Americans’ sense of external political efficacy—their belief in their ability to influence government decisions. Scholars have long argued that involvement in civic associations can help ordinary Americans realize their political efficacy, yet a lack of longitudinal data on association members’ attitudes and behaviors has impeded efforts to test this claim. To collect such a dataset, we partnered with a national environmental association to conduct a unique panel study of members of eight state-level organizations. We show that members who get to know their association’s leaders believe that they have greater influence over government decisions. Our findings suggest that civic associations can strengthen their members’ efficacy by cultivating volunteer leadership and fostering relationships between members and leaders.
Americans’ perceptions of their external political efficacy—their ability to influence government decisions—are central to their decisions about whether to take part in all kinds of collective action, from voting to protest (Finkel, 1985; Hirsch, 1990; Moe, 1981; Olson, 1965; Verba et al., 1995). Many Americans do not participate in politics because they do not believe their participation will make a difference. In recent decades, Americans’ external efficacy has declined precipitously, posing a threat to the vibrant public engagement that democracy requires (Kellman & Swanson, 2017; Putnam, 2000). Growing disaffection with government has dovetailed with a decades-long process of disengagement from political and civic life (Putnam, 2000; Rosenstone & Hansen, 1993; Skocpol, 2003).
Scholars have long suggested that involvement in civic associations can help ordinary Americans discover their efficacy as political actors (Christens et al., 2011; Han, 2014; Osterman, 2006; Warren, 2001). Prior research has established the link between association membership and political participation, suggesting efficacy as a possible pathway through which participation becomes more likely (Cassel, 1999; McFarland & Thomas, 2006; Olsen, 1982; Rogers et al., 1975; Sobieraj & White, 2005; Verba & Nie, 1972). Likewise, scholars have found that involvement in civic associations facilitates the development of civic skills which can be applied to political activity (Brown & Brown, 2003; Terriquez, 2011; Verba et al., 1995).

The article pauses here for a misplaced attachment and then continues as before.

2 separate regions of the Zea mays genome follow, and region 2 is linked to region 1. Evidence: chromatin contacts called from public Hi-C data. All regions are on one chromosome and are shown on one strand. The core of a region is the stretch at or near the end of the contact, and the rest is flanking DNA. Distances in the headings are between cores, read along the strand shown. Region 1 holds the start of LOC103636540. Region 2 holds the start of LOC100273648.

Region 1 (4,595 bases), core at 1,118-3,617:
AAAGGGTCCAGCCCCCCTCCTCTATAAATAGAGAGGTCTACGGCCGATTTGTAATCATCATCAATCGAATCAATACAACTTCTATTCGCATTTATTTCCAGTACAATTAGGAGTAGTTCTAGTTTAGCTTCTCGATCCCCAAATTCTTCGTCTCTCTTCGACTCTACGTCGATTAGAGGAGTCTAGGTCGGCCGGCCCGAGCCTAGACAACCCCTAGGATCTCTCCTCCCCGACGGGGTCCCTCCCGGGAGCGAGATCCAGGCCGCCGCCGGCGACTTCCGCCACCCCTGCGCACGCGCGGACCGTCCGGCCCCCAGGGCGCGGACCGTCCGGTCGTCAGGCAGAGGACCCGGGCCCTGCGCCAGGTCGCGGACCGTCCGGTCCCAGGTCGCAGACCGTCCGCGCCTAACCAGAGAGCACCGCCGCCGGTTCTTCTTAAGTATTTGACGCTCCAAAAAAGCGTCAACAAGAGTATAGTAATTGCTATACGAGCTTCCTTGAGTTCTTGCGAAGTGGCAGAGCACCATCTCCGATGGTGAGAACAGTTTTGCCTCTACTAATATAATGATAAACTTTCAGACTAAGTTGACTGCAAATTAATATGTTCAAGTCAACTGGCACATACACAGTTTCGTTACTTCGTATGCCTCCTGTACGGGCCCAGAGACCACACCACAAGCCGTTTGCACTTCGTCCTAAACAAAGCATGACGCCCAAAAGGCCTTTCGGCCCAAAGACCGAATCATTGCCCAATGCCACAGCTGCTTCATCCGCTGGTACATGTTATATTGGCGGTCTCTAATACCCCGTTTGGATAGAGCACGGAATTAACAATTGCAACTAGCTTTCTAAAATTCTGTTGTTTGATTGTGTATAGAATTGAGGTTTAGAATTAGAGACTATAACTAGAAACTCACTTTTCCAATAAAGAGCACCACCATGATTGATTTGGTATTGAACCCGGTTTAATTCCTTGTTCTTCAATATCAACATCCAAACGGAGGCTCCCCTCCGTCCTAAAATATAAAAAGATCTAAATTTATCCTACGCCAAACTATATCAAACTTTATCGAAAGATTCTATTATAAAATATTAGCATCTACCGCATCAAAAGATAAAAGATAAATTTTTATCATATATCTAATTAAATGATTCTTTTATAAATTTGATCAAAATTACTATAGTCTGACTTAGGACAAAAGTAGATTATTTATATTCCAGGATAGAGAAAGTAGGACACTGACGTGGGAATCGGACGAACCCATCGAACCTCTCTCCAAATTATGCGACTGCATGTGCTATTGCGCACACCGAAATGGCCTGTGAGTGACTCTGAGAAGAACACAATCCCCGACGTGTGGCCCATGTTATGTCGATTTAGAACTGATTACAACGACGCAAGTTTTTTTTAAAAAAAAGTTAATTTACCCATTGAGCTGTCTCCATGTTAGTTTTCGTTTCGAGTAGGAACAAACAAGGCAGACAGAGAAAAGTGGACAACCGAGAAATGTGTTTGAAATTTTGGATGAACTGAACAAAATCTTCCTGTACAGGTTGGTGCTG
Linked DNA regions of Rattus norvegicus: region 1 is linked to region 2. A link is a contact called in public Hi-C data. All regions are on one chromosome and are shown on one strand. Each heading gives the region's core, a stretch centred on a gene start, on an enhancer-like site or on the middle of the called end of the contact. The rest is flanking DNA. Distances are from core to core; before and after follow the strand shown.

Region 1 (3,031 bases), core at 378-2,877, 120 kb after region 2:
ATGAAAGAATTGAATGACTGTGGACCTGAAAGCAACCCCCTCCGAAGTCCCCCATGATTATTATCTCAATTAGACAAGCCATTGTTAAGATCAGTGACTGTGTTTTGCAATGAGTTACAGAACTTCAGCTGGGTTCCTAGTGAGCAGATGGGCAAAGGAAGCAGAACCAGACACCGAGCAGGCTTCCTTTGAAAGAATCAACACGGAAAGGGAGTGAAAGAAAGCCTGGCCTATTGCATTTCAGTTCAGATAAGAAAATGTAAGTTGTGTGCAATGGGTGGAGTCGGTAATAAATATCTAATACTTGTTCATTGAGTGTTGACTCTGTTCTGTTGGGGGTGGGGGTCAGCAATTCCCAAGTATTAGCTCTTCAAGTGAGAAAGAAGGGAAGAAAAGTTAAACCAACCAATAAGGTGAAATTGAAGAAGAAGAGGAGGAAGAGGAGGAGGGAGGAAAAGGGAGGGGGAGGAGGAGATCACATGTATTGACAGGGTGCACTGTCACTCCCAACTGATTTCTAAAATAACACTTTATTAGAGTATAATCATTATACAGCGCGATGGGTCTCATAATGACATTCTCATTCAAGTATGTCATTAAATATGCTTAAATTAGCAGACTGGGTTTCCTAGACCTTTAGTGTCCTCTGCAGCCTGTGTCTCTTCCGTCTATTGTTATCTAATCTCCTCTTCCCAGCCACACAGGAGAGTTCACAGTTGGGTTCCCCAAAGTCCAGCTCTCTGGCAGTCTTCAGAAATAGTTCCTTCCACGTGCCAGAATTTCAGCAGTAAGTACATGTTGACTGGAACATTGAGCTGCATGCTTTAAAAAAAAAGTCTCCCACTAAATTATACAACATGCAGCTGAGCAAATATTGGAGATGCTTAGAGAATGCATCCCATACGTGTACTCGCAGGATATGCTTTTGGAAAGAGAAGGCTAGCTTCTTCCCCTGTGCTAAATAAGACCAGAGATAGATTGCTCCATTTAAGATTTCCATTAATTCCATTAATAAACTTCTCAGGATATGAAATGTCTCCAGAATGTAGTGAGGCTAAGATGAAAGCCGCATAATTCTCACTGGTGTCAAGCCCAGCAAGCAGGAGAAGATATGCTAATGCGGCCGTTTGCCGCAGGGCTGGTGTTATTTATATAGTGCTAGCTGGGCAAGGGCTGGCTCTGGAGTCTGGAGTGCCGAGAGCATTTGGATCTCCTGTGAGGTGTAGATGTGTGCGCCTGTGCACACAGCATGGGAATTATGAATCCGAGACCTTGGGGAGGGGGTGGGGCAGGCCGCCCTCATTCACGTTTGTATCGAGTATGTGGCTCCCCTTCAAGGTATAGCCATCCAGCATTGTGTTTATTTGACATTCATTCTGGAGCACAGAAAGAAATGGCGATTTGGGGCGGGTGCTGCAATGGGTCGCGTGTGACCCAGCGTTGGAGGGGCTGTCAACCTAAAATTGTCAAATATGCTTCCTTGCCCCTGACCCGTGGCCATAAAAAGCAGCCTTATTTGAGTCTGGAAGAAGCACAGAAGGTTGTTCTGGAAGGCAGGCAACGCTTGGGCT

We still need further analyses to better understand the relationship between civic associations and people’s efficacy, however, and the kinds of experiences within civic associations that are most likely to shape efficacy. In many cases, a lack of longitudinal data on members’ experiences after they join civic associations has impeded efforts to examine this relationship. This study draws on an original panel dataset of several hundred environmental association members to explore how various forms of involvement in a civic association affect members’ external political efficacy. This dataset allows us to examine trajectories of people’s participation over time. The association in our study is typical of national civic associations in the United States, particularly as a voluntary organization with a democratic and federated governance structure and an orientation toward a public purpose. We find that relationships with leaders increase external efficacy among association members. In other words, members who get to know their association’s leaders believe that they have greater influence over government decisions.
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